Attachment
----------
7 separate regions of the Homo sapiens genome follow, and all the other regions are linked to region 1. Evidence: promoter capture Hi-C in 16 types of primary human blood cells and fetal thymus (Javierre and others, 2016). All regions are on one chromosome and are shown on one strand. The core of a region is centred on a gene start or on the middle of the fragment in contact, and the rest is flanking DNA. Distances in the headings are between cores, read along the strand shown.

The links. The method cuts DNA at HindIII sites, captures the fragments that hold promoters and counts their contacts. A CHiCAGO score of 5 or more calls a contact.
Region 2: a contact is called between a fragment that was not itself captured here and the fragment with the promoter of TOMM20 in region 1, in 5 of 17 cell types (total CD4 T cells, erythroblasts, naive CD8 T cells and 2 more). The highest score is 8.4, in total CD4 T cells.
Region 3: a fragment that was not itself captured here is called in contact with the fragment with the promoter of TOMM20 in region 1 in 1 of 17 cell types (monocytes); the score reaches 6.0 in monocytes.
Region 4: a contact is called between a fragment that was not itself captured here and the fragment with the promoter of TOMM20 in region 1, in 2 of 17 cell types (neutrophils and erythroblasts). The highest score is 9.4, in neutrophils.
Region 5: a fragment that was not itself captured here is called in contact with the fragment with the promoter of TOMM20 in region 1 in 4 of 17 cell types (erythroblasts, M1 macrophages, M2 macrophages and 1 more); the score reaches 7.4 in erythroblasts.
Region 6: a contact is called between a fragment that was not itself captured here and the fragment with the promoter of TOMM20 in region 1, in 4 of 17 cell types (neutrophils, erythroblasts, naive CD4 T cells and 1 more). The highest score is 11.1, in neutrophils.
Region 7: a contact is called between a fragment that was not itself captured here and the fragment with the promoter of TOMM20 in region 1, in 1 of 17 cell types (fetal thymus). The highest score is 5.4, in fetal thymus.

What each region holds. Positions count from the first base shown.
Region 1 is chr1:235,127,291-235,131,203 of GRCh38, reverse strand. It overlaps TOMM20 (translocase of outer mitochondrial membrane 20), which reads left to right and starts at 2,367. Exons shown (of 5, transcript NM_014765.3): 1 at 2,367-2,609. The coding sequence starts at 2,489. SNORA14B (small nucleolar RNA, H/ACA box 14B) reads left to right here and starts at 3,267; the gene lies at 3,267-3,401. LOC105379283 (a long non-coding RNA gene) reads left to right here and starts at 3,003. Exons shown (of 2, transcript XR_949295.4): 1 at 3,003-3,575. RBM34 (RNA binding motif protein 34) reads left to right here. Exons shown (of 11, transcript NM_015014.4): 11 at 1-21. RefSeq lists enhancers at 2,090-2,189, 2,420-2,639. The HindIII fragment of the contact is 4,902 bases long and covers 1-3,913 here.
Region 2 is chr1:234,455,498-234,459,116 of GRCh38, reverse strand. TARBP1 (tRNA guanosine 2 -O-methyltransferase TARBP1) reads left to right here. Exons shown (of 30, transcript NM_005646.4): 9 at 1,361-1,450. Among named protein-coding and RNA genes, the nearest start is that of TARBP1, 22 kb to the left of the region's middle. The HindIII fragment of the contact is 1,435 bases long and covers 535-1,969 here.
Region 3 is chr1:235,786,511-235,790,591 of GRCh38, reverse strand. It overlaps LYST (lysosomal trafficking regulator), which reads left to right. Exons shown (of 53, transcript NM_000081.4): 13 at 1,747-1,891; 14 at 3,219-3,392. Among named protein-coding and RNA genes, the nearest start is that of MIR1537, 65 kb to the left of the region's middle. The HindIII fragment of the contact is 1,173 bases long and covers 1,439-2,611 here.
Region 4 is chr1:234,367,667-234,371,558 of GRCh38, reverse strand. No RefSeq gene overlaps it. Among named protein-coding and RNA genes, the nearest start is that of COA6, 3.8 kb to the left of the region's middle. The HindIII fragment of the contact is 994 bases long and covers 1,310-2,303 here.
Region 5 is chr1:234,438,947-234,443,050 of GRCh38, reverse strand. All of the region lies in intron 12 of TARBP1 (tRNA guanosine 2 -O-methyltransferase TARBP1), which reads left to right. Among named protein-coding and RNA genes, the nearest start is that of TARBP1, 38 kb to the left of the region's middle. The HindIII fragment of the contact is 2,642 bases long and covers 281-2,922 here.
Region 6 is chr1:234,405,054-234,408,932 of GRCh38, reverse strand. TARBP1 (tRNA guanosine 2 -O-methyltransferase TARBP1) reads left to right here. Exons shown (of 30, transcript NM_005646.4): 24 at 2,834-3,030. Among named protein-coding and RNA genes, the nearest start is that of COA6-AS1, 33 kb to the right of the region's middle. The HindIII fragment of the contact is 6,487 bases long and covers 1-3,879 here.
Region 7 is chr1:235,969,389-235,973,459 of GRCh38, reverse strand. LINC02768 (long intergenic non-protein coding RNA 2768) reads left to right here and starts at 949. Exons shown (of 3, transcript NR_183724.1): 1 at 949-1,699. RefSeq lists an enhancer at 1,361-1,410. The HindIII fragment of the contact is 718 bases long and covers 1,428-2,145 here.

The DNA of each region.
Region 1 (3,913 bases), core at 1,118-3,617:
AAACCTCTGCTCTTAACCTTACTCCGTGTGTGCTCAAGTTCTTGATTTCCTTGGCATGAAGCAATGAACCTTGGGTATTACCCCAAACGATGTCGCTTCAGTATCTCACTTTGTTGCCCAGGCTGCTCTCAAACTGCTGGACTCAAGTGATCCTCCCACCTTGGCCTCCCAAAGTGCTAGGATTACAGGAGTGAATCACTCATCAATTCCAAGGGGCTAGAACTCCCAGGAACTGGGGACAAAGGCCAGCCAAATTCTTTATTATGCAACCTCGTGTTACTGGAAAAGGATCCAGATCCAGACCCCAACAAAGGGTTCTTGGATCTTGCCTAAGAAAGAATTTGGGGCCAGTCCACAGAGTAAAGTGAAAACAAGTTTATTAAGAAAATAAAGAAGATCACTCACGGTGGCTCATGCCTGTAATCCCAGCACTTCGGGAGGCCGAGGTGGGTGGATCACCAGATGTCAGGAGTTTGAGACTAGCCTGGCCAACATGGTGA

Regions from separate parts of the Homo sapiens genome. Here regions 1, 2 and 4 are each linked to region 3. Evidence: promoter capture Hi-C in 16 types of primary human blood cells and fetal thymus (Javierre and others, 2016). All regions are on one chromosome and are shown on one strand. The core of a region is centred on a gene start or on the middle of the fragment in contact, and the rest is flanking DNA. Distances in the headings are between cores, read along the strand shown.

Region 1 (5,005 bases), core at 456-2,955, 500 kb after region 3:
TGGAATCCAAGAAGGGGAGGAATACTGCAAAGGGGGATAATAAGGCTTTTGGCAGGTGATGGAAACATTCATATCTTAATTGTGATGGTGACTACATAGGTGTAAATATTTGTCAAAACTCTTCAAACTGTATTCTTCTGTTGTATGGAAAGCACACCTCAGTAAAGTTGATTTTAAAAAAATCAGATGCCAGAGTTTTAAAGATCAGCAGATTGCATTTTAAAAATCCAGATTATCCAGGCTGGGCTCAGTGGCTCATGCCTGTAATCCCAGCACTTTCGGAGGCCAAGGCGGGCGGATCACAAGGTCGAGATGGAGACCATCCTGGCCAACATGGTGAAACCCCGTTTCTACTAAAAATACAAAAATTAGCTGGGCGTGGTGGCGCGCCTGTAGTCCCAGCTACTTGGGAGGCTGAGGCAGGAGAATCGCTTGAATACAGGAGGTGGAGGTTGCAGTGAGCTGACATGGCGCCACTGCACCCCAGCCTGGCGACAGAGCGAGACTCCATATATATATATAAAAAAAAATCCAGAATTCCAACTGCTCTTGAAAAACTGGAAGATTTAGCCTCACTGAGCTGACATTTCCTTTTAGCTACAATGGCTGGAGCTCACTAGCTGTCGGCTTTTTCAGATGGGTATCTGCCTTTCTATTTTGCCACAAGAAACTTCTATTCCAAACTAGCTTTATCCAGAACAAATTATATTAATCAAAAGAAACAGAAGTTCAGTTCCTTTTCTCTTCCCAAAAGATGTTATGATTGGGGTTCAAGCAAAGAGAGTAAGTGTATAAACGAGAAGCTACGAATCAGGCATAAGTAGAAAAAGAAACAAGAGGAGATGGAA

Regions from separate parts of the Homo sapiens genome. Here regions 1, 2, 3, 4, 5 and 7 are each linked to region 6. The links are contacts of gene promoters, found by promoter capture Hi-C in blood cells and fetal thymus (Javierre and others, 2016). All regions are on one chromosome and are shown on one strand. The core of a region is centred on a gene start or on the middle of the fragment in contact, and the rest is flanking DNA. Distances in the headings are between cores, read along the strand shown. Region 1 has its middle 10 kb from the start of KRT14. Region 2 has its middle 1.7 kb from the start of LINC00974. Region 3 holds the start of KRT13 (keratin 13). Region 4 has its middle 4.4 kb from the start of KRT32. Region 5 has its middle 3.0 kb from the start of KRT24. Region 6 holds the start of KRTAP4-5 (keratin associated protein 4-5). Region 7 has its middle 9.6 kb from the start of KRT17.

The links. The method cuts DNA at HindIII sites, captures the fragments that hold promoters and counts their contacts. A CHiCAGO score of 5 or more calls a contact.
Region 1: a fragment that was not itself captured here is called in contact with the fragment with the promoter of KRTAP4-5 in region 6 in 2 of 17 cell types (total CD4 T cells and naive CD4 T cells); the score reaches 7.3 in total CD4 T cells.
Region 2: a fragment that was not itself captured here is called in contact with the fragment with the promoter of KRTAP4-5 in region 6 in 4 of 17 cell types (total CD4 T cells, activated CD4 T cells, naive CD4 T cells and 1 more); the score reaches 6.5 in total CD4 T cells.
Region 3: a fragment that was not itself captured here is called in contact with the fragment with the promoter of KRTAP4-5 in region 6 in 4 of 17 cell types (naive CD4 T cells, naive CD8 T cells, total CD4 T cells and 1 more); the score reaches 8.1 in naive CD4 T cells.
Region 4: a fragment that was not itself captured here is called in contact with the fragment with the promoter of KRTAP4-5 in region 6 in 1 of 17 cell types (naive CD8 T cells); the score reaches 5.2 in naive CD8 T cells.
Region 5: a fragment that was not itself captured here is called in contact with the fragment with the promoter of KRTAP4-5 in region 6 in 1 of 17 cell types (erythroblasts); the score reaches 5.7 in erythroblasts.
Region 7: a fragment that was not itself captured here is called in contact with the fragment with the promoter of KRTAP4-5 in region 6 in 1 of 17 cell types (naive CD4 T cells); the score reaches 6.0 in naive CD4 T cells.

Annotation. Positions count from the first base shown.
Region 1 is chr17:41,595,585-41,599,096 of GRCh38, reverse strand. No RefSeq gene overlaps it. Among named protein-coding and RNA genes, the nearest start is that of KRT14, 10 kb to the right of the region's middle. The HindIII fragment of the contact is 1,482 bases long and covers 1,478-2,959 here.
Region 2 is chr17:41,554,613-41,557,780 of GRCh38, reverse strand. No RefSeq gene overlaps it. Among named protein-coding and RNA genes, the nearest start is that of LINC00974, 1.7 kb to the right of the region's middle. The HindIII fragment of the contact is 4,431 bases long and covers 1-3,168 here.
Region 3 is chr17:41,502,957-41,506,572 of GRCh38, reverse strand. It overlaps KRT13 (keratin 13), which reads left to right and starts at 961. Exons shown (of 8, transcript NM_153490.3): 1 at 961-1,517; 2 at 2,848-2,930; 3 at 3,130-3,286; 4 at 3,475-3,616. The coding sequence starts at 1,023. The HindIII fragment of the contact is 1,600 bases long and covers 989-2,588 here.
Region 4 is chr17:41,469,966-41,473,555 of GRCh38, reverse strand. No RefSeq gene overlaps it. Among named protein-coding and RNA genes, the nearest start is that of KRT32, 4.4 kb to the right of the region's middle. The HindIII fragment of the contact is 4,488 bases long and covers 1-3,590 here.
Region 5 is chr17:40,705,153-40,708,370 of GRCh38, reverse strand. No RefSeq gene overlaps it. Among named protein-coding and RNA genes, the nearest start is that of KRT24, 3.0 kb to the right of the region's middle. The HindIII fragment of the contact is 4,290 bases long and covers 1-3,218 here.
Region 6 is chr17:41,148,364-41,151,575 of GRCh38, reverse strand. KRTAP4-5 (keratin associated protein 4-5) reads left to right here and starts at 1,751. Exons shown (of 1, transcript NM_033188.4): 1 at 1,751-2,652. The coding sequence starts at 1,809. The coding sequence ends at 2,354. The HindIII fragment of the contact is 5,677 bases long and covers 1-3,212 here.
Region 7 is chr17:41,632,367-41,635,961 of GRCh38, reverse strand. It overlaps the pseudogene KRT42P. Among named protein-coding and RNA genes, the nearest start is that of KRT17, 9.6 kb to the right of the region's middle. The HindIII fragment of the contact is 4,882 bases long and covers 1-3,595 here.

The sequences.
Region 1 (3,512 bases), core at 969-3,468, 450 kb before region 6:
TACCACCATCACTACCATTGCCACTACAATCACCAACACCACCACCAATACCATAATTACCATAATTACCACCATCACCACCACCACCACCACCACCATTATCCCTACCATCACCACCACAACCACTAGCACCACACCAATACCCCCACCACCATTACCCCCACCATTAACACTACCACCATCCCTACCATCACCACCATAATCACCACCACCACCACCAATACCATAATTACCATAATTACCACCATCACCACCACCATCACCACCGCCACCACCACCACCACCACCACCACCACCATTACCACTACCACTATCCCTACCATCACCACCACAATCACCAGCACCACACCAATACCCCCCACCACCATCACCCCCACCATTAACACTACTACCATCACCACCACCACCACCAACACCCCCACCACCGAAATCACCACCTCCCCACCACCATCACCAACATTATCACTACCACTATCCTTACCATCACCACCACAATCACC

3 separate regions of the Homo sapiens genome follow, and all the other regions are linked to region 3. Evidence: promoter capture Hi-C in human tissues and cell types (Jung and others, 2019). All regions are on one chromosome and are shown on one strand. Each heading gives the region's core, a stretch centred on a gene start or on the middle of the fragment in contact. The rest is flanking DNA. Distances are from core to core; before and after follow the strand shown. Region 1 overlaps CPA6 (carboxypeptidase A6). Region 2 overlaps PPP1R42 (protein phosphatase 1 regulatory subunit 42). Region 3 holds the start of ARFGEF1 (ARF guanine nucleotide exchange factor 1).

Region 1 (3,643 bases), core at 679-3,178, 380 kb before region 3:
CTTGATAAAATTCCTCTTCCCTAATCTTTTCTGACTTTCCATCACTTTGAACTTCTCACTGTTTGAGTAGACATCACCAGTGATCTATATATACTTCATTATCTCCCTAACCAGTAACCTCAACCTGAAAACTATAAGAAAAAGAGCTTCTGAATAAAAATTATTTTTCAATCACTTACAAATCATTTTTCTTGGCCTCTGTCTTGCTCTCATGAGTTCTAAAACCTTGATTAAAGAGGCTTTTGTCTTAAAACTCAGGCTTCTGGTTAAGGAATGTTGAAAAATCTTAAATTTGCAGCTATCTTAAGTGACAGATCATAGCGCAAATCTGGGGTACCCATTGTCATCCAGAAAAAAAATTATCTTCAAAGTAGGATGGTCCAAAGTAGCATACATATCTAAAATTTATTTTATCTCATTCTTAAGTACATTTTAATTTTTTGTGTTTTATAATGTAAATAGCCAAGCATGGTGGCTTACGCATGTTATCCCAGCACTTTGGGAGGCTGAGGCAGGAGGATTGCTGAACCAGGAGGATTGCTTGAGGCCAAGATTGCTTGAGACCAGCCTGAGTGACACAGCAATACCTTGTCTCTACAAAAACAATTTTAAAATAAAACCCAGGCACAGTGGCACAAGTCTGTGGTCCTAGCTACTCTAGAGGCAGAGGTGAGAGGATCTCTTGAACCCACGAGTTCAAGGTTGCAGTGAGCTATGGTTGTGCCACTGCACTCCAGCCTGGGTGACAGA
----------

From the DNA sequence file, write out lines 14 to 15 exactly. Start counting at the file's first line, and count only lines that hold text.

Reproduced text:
Region 5 is chr1:234,438,947-234,443,050 of GRCh38, reverse strand. All of the region lies in intron 12 of TARBP1 (tRNA guanosine 2 -O-methyltransferase TARBP1), which reads left to right. Among named protein-coding and RNA genes, the nearest start is that of TARBP1, 38 kb to the left of the region's middle. The HindIII fragment of the contact is 2,642 bases long and covers 281-2,922 here.
Region 6 is chr1:234,405,054-234,408,932 of GRCh38, reverse strand. TARBP1 (tRNA guanosine 2 -O-methyltransferase TARBP1) reads left to right here. Exons shown (of 30, transcript NM_005646.4): 24 at 2,834-3,030. Among named protein-coding and RNA genes, the nearest start is that of COA6-AS1, 33 kb to the right of the region's middle. The HindIII fragment of the contact is 6,487 bases long and covers 1-3,879 here.